Were the polyps really missed? The definition of “missed polyps” used in the study is misleading. Usually when we refer to missed polyps we understand that these were polyps that were not seen at all during the index colonoscopy. The “missed” status can only be given if repeated examination is performed, usually in the so-called segmental fashion. Here, in this study, polyps were not missed; on the contrary, they were seen but were not found again. The question is why they were not found the second time. It seems the search was not long enough or the withdrawal technique was not optimal.

    Moreover, the study was not specifically designed to measure the polyp miss rate but primarily to detect differences in time between the two strategies, so the miss rate has limited value as a main finding in this study. With the authors definition of miss rate, the possibility of missing polyps in group A (polyps removed during both insertion and removal) is excluded, which, of course, is not valid; some polyps must have been missed in that group as well. Additionally, the assessment of polyp location, size, and even shape could have been different on insertion and withdrawal, so it is difficult to be sure that polyps seen on insertion were not removed on withdrawal. A magnetic endoscope locating device was not used, 11 of 13 polyps classified as missed were located in the descending-sigmoid colon, and equal numbers of polyps were detected in both groups making our hypothesis plausible. Moreover, contrary to the primary hypothesis of this study that total colonoscopy time would be 8 minutes longer in the group with polyp removal on withdrawal only (because of difficulty in finding the polyps again), it was actually 2 minutes shorter. In conjunction with the fact that the endoscopists were aware of the study hypothesis, it suggests that the time spent re-detecting the missed polyps was insufficient. Additionally, if the study had been designed to assess the real polyp miss rates, it would have been constructed as a tandem colonoscopy study [4]: in one arm, polyps would have been removed during insertion and withdrawal whereas they would have been removed on withdrawal only in the second group, and then a second-look colonoscopy would have been performed in both groups.

    Were both procedures equally tolerable to patients? Although patient discomfort was not statistically different between the groups (P = 0.075), the study may not have been powered enough to show the difference in this secondary endpoint. Furthermore, all the patients were sedated with propofol or midazolam and/or meperidine, and discomfort was assessed only on the day after the colonoscopy using a 4-point verbal rating scale, all of which could have attenuated the differences in tolerance. If the study was designed to assess patient discomfort, it should also have included an intraprocedural pain assessment conducted by the nurses, using a visual analog scale, and recording the dose of sedatives used [5][6].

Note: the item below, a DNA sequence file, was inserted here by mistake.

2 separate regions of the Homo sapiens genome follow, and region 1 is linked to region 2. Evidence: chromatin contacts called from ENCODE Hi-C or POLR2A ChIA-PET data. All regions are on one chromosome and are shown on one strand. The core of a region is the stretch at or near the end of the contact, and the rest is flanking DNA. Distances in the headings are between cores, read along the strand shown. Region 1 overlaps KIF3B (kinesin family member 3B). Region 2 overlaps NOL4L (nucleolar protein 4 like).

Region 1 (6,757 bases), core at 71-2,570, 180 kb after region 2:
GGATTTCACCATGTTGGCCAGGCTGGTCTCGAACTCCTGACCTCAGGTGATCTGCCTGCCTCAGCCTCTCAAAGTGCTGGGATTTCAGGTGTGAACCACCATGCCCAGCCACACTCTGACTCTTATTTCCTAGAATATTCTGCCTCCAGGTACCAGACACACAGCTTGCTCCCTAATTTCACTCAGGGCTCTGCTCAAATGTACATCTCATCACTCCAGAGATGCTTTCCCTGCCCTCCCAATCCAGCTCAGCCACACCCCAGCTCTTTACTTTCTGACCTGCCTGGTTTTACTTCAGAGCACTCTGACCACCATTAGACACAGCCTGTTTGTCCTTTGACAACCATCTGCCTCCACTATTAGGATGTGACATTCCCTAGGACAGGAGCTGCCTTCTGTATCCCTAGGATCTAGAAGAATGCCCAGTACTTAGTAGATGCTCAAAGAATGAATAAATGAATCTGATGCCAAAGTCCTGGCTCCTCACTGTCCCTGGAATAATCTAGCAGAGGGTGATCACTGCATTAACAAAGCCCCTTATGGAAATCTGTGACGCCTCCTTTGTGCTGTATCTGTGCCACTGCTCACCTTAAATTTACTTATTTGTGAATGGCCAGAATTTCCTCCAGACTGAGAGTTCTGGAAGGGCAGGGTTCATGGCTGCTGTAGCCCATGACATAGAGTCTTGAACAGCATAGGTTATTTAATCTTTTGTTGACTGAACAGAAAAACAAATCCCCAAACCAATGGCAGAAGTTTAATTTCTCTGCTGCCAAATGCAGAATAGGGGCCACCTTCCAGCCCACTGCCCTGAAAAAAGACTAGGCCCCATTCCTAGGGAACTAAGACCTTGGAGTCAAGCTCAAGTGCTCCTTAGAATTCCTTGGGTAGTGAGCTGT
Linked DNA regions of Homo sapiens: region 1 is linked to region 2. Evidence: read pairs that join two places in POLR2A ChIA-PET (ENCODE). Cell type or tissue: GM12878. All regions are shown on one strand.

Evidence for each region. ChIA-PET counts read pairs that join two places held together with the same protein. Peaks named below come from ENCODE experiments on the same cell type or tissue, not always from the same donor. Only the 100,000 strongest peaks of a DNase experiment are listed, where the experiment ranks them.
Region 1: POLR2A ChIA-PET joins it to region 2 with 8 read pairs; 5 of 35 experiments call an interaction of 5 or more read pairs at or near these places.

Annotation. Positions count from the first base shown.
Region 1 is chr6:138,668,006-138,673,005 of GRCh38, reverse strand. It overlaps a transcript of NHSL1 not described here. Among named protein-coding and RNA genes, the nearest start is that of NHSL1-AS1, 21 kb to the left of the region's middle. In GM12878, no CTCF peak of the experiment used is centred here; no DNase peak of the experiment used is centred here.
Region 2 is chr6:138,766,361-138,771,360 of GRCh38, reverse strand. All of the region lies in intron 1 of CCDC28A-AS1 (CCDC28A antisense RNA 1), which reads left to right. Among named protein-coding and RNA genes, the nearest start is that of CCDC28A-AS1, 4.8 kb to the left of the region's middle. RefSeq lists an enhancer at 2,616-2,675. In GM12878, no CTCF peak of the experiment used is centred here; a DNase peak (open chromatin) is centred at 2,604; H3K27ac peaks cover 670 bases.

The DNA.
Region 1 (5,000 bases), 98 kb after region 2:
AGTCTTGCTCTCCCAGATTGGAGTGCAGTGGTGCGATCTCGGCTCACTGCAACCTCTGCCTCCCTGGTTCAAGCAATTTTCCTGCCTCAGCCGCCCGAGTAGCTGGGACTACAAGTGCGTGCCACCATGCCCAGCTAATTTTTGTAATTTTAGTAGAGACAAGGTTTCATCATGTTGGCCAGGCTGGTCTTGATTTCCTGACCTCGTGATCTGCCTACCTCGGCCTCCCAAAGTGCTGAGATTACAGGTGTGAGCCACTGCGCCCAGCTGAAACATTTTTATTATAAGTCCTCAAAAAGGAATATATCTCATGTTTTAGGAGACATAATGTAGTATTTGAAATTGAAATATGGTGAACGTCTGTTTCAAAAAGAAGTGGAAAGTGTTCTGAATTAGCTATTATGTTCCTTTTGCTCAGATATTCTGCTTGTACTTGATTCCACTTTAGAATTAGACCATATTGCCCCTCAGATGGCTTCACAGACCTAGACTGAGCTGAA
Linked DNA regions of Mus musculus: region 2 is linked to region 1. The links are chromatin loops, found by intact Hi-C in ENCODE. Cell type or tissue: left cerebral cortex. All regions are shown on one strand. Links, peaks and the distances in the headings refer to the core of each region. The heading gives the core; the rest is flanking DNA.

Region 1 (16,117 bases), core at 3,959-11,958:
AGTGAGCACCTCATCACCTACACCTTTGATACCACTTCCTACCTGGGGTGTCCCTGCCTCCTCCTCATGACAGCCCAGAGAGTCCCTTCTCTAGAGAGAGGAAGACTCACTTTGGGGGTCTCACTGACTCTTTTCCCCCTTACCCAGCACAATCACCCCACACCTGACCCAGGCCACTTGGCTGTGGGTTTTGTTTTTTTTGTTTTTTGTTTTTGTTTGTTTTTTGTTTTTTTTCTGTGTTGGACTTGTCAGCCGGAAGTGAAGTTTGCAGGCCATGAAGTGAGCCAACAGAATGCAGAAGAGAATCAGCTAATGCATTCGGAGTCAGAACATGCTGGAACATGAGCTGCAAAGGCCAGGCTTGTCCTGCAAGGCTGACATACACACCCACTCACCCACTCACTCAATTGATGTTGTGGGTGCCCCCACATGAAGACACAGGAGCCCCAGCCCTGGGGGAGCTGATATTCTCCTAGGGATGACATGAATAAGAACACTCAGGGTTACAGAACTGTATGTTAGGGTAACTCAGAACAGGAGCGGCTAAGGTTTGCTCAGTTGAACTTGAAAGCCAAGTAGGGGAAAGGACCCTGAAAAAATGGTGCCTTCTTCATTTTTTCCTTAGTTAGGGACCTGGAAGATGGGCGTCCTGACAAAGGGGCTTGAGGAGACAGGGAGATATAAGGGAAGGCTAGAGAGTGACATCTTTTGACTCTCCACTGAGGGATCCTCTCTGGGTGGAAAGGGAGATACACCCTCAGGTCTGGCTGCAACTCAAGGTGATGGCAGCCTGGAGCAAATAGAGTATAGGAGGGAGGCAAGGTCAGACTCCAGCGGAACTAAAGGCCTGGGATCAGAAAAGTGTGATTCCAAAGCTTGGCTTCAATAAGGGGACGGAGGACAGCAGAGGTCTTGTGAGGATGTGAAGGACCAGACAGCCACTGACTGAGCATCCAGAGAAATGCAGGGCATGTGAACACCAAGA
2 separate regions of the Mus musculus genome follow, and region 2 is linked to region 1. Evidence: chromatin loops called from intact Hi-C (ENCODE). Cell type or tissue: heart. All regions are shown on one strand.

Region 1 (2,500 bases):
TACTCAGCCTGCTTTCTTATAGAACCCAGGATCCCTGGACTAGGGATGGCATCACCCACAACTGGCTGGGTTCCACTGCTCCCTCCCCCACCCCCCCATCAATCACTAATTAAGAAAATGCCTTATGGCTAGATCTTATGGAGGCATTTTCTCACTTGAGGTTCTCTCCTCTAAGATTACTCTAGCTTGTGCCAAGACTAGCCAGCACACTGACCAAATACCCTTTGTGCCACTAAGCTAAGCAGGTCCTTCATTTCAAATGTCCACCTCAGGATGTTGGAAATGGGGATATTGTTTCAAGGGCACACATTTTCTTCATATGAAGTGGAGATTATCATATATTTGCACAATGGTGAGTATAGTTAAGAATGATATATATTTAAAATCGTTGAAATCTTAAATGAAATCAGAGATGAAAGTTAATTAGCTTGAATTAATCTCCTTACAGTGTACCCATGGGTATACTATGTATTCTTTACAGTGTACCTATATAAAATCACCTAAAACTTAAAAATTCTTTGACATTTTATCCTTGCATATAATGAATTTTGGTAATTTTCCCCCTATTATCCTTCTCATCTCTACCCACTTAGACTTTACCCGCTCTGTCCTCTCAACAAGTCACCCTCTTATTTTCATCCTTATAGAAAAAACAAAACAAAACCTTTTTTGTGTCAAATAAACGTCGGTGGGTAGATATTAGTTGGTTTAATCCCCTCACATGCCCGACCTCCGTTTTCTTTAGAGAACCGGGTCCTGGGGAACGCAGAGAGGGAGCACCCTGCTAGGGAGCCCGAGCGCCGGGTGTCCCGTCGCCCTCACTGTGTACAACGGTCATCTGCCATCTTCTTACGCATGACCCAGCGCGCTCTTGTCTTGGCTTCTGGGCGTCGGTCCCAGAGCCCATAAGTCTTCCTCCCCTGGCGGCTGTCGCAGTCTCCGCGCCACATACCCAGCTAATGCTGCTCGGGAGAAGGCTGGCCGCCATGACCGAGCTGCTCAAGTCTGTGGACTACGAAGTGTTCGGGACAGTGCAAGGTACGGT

One of the most relevant questions here is whether there is a difference in complication rates between the two policies. The 30-day data for complications from colonoscopy were not systematically collected, and the study was not powered to answer this question. One may consider a 30-day complication endpoint unrealistic, but the size of the trial is not that large. Assuming a 0.65 % serious complication rate following removal of polyps up to10 mm[7] on withdrawal only, and a three times higher risk if polyps are removed during both insertion and withdrawal, 1125 patients are needed in each arm to achieve 80 % power with a 0.05 level of significance.

    We think that the study by Wildi and colleagues has opened the door for scientific discussion on the issue of whether polyps up to10 mmshould be removed during both withdrawal and insertion of the endoscope, or during withdrawal only. Achieving even minor improvement in such a basic strategy could have a major widespread impact on clinical practice. Wildi et al. suggest that immediate removal is better; we believe that mastering the withdrawal technique, so that endoscopists can perform a perfect or nearly perfect examination of the whole surface of the large bowel, would be much more important than trying to quickly remove a small polyp that is just visible. Such a policy would allow endoscopists to concentrate first on a quick, painless insertion phase of the colonoscopy and only after that to concentrate on a perfect withdrawal technique. One should not forget that polypectomy during insertion indeed causes distraction and excessive insufflation of the bowel, and prolongs the painful phase of the colonoscopy possibly leading to an increased dosage of sedatives.

    We call for additional studies to answer the research questions that the investigation by Wildi et al. brings to light.

    (作者:)